For days, Peter Borren, the Netherlands captain, had talked the talk, underscoring how desperate his team was to pull off an upset. On Monday (March 31) the Netherlands put those words in action, stunning England with an enthusiastic and skillful display. Chasing a modest 134 for victory against a tigerish Netherlands team desperate to create an upset, Stuart Broadís men capped a winter of misery by being bowled out for 88 and losing by 45 runs.

While the Netherlands stuck to its task admirably, grabbing every half-chance and allowing no misses on the field, and gave itself every hope of picking up wickets, it was Englandís batsmen who were chiefly responsible for their plight.

Michael Lumbís favoured mode of dismissal was the chip to cover, a replica of how he had got out against South Africa. Alex Hales tried to play his natural aggressive game, but picked the wrong ball to pull and had his bails clipped. Eoin Morgan, usually so clever in his shot selection, drove hard at one outside the off stump with no foot movement, and edged to slip.

At 26 for 3, England was wobbling, but with no pressure from the run-rate, and plenty of batting to follow, all it would have taken to get across the line was one good innings or reasonable partnership. But, even without trying to force the pace, even without playing a shot in anger, batsman after batsman contrived to get himself out.

Moeen Ali failed to notice a change of pace from Peter Borren and went through with an airy drive, picking out the man at cover. Jos Buttler was not watching Logan van Beek closely enough, and a back of the hand delivery was lofted to deep midwicket. At 42 for 5, with half the overs gone, England had left itself needing to score at 9.2 runs per over with half the batsmen dismissed.

Tim Bresnan was run out taking on the arm of Mudassar Bukhari, whose bullet throw from the deep came in just above the stumps, allowing Borren to whip off the bails before the second run could be completed. Ravi Bopara (18) provided hope, but was a case of too little too late, and when he tried to swing van Beek over the leg side, Peter Seelar stood on tip toe inches in front of the ropes and took the catch.

Chris Jordan and Broad did not make a significant dent, and the England innings came to an end when James Tredwell, trying to go big, hit the ball into no manís land, but a proper mix up between the two batsmen led to a straightforward run-out. As the Netherlandsí players came together in a euphoric huddle, England was left wondering how things had come to such a pass, after it had won the toss and stuck the opposition in less than three and a half hours earlier.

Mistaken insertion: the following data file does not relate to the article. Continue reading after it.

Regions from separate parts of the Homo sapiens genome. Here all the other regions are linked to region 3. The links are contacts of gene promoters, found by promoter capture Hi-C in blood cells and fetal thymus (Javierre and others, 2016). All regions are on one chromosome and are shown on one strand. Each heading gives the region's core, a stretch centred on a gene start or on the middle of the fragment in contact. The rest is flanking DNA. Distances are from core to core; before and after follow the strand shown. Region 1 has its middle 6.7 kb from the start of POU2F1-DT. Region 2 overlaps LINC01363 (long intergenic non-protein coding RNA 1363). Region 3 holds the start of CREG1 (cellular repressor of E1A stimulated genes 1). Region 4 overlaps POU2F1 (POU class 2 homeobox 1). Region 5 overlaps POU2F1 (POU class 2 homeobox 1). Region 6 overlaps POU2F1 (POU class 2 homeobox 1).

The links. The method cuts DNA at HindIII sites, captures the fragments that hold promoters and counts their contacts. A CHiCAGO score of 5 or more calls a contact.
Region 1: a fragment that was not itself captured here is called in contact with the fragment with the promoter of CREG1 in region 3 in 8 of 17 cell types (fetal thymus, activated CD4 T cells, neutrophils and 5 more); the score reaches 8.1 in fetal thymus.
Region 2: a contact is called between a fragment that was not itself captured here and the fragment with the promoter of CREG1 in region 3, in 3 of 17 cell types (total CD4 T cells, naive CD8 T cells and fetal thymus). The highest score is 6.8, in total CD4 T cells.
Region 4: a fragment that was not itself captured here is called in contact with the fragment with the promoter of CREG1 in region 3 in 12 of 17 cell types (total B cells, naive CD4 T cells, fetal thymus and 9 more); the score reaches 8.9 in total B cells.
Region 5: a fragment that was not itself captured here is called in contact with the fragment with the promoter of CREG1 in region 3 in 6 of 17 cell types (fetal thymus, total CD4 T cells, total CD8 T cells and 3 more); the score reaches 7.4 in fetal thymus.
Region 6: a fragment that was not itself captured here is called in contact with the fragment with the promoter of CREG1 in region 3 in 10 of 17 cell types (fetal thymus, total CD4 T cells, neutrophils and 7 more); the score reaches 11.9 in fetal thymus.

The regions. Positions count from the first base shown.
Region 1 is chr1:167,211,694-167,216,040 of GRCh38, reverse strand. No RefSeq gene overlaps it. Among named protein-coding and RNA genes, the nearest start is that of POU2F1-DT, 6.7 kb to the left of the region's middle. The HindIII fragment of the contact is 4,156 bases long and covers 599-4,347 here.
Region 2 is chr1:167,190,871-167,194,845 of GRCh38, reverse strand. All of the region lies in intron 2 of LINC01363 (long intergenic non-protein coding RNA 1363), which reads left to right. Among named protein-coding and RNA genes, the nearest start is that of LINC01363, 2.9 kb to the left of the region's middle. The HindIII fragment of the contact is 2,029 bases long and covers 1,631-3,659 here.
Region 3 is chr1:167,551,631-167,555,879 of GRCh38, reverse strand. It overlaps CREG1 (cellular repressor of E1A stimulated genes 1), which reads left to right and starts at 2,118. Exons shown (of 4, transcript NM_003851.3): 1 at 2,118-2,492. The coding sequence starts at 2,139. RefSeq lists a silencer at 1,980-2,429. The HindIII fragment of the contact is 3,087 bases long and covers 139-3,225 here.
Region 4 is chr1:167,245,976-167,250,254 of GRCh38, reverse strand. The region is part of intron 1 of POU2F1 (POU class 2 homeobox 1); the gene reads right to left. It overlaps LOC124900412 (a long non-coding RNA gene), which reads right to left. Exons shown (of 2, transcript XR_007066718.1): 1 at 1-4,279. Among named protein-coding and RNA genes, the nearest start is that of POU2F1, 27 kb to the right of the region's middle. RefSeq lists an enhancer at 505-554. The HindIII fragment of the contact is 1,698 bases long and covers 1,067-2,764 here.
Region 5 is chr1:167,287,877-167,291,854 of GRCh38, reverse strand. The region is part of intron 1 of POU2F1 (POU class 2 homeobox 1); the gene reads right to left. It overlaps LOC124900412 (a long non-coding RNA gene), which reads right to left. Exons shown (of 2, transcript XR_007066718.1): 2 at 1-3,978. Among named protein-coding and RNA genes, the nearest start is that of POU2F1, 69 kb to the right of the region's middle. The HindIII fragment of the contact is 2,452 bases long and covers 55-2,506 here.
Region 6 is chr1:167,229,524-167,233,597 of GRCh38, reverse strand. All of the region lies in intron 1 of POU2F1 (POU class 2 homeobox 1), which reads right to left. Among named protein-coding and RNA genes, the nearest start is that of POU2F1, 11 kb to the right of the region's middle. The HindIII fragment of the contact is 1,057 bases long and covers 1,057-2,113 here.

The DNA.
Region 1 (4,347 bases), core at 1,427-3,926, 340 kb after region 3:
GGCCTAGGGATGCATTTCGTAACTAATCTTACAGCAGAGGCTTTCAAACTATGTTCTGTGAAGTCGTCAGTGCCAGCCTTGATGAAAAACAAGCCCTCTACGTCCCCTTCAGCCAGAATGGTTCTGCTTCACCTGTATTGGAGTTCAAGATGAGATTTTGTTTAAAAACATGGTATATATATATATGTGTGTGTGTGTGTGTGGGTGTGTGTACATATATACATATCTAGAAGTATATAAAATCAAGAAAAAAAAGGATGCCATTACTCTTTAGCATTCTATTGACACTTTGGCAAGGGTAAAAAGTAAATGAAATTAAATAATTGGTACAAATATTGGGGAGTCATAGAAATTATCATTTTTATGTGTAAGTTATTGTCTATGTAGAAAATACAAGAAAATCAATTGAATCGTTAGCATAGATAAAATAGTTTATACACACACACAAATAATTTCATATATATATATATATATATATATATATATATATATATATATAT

Asked to bat, the Netherlands used the same calm and composed approach that allowed the side to post a fighting total against New Zealand. Stephan Myburgh likes to play aggressively at the top of the order, his flashing bat taking on the bowling, whether slow or quick. Michael Swart, who has been more circumspect, did not attempt to match his partner shot for shot.

Myburgh and Swart put on 34 for the first wicket before England broke through, Broad inducing a tame chip to mid-on from Swart. Wesley Barresi joined Myburgh, and the tempo lifted. Baresi was especially comfortable off the back foot, cutting when there was width and pulling strongly if the ball was straight.

Between boundaries Baresi was not quiet, pushing fielders hard for ones and twos even as Myburgh opened up. Stephen Parry, the left-arm spinner playing in place of Jade Dernbach, tossed one up to Myburgh, and out came the slog sweep, depositing the ball over midwicket.

Myburgh (39) was all set to launch, when he fell against the run of play, slapping Bopara straight down the deep backward square-leg fielderís throat. At 84 for 2, the Netherlands was well set up, and looked to Tom Cooper to take the game forward. But he struggled for timing from the word go, and when he did attempt to loft Broad over cover, Chris Jordan ran back, displaying the kind of raw athleticism that no other player on either side could have matched. Stretching full length, Jordan stuck his left hand out to pluck the ball out of the air as it dropped over his shoulder, and just to prove how easy all this was for him, the right hand grabbed his sunglasses as they fell from his cap.

Borren failed to get going and Barresi (48) managed to bat deep into the innings, only being dismissed in the final over as the Netherlands posted 133 for 5. On the day, it was plenty to send England packing.